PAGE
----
What’s the best way to organize data into multi-layered categories? For example, suppose I have a grocery store. I have an Alcoholic Beverages category, and I want to create sub-categories for Beer, Wine and Liquor. But I only want those subcats to be available when Alcoholic Beverages is selected as the main category; they should not be valid for other categories like Produce or Spices, which will have their own subcats.
Check out this template as an example of creating primary and secondary categories;
The page labeled “Primary Fields” is an entry list where you would add the top level category. For the grocery store example, this would be where you would list Alcoholic Beverages, Produce, Spices, Dairy, etc.
The page labeled “Secondary Fields” is where you can create your list of secondaries linked to a primary. The Primary column is a reference column that pulls data from the Primary column of the “Primary Fields” table. Set up this reference column then create secondaries for each of your primaries. For example, in the first column select Alcoholic Beverages for the first three rows in column 1 then add Beer, Wine and Liquor as secondaries in column 2.
This all comes together on the “Quick Add” page. The first table allows you to select a primary field which then filters the “Secondary” table to only show secondaries linked to that primary.
To create the “Select Primary Field” table from the Quick Add page, select Add New > Widget = Table > Data = Primary_Fields
To create the “Select Secondary Field” table from the Quick Add page, select Add New > Widget = Table > Data = Secondary_Fields
Please note that you can quickly add a Primary Field or Secondary Field from the Quick Add page and it will update the Primary Field page or Secondary Field page accordingly.
I hope this helps!
So far so good. Now what if I want to add a second nested level? For example, I want to break down the wine further into Red, White and Rose. I’ve tried doing it, but it seems like I can only link my third table using one field – either the primary category from table 1 or the secondary category from table 2, but not both. So now my ‘Red’ entry is linked to Wine from table 2, but the primary field is blank. Does it matter? If I am entering transactions at this level, will they still roll up into the Alcoholic Beverages primary category?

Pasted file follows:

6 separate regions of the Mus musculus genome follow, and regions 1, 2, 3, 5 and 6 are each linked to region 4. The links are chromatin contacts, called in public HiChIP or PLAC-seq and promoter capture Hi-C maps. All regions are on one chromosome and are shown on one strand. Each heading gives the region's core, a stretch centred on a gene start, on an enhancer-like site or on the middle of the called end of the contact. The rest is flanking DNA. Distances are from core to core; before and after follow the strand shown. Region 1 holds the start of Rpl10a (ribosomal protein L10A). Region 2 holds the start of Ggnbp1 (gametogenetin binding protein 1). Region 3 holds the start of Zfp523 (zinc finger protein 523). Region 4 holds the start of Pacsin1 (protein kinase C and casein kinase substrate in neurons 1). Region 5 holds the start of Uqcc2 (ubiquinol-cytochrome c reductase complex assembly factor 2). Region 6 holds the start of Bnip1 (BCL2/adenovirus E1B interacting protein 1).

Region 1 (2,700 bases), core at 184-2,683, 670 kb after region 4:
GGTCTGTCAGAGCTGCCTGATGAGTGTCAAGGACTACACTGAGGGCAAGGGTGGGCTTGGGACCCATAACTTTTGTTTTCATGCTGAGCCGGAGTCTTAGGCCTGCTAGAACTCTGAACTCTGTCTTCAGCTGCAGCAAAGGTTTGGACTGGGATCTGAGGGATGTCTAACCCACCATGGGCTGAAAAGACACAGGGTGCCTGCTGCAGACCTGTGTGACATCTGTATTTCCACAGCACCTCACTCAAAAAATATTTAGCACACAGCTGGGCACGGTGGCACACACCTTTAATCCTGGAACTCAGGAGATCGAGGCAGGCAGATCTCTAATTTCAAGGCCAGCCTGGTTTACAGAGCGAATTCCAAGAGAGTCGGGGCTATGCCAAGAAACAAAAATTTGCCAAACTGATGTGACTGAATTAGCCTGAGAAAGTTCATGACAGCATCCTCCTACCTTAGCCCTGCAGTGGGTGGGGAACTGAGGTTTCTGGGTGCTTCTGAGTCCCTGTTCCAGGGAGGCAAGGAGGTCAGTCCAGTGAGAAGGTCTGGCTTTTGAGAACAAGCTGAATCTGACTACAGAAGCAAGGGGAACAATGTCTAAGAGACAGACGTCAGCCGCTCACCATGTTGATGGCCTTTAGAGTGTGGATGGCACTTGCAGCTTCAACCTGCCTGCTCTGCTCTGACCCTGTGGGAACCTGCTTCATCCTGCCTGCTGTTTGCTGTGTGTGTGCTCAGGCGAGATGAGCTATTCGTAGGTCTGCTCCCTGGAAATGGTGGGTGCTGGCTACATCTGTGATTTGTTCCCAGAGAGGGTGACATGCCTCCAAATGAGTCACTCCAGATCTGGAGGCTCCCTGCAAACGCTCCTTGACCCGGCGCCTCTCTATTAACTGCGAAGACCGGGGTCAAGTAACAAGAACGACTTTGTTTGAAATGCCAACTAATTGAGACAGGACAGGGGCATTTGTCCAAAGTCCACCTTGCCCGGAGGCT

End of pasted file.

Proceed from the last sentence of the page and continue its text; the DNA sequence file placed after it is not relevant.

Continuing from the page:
You can do a second nested level and even a third! I created an example with 4 levels here; Alcoholic Beverages > Wine > Red Wine > Merlot. I built this onto the same example above but changed the existing entries to grocery items. I have included all the names to my pages, tables and columns. If you name yours the same, it may be easiest for adding the formulas at the end but feel free to change them as desired. At the end when you make your fourth tier selection, it will fill in the primary, secondary and third tier fields. For example, if you select Merlot, it’ll roll all the way up into the Alcoholic beverages primary category.
Assuming we have the first and secondary fields following the steps above, we will next add our third tier. Under the green Add New button, select Add Empty Table. the new page is named “Third Tier” and the table is named “Tier_Three”. Column A will be a Reference type, pulling data from the Secondary column of the Secondary_Fields Table.
Rename the column to Secondary_Fields. Column B will be named Third_Tier. Select items in Column A then provide the third tier names in Column B. For Example, my first three rows are all “Cereal” in column A and Column B has “Granola”, “Sugary Cereals” and “Healthy Cereals”.
We can add our Third Tier to our “Quick Add” page just as we did for the primary and secondary fields. To create the “Select Third Tier” table from the Quick Add page, select Add New > Widget = Table > Data = Third_Tier > Select by “Select Secondary Field” > Save. Now, you can select your Primary (Dairy) then only the secondaries for Dairy appear. I select Milk for my secondary so only my third tier items for Milk appear (Soy, Almond and Lactose Free).